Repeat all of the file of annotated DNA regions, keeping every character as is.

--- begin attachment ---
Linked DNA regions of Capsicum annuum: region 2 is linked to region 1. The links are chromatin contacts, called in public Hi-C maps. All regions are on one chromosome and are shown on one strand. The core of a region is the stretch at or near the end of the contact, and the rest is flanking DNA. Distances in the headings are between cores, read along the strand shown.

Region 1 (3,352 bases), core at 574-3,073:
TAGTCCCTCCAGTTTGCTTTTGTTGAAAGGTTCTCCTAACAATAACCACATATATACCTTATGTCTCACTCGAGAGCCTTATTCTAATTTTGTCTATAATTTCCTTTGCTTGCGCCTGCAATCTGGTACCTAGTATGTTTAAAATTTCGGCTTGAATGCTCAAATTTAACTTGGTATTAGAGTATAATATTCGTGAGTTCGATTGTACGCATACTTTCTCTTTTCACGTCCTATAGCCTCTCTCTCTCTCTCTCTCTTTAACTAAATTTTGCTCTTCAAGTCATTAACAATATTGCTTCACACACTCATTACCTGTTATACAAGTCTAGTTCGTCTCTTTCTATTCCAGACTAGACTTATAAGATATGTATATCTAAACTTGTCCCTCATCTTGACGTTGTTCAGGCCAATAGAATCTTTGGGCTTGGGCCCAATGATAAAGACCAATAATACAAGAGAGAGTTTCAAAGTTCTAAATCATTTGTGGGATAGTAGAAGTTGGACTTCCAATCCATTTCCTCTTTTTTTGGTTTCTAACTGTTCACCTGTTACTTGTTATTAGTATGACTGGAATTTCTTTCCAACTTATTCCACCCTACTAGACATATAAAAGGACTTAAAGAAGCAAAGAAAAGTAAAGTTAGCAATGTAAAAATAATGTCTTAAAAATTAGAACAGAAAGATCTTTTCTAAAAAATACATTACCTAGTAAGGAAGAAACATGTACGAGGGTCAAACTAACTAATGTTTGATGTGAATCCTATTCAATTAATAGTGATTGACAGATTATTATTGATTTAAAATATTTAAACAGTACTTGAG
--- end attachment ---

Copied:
Linked DNA regions of Capsicum annuum: region 2 is linked to region 1. The links are chromatin contacts, called in public Hi-C maps. All regions are on one chromosome and are shown on one strand. The core of a region is the stretch at or near the end of the contact, and the rest is flanking DNA. Distances in the headings are between cores, read along the strand shown.

Region 1 (3,352 bases), core at 574-3,073:
TAGTCCCTCCAGTTTGCTTTTGTTGAAAGGTTCTCCTAACAATAACCACATATATACCTTATGTCTCACTCGAGAGCCTTATTCTAATTTTGTCTATAATTTCCTTTGCTTGCGCCTGCAATCTGGTACCTAGTATGTTTAAAATTTCGGCTTGAATGCTCAAATTTAACTTGGTATTAGAGTATAATATTCGTGAGTTCGATTGTACGCATACTTTCTCTTTTCACGTCCTATAGCCTCTCTCTCTCTCTCTCTCTTTAACTAAATTTTGCTCTTCAAGTCATTAACAATATTGCTTCACACACTCATTACCTGTTATACAAGTCTAGTTCGTCTCTTTCTATTCCAGACTAGACTTATAAGATATGTATATCTAAACTTGTCCCTCATCTTGACGTTGTTCAGGCCAATAGAATCTTTGGGCTTGGGCCCAATGATAAAGACCAATAATACAAGAGAGAGTTTCAAAGTTCTAAATCATTTGTGGGATAGTAGAAGTTGGACTTCCAATCCATTTCCTCTTTTTTTGGTTTCTAACTGTTCACCTGTTACTTGTTATTAGTATGACTGGAATTTCTTTCCAACTTATTCCACCCTACTAGACATATAAAAGGACTTAAAGAAGCAAAGAAAAGTAAAGTTAGCAATGTAAAAATAATGTCTTAAAAATTAGAACAGAAAGATCTTTTCTAAAAAATACATTACCTAGTAAGGAAGAAACATGTACGAGGGTCAAACTAACTAATGTTTGATGTGAATCCTATTCAATTAATAGTGATTGACAGATTATTATTGATTTAAAATATTTAAACAGTACTTGAG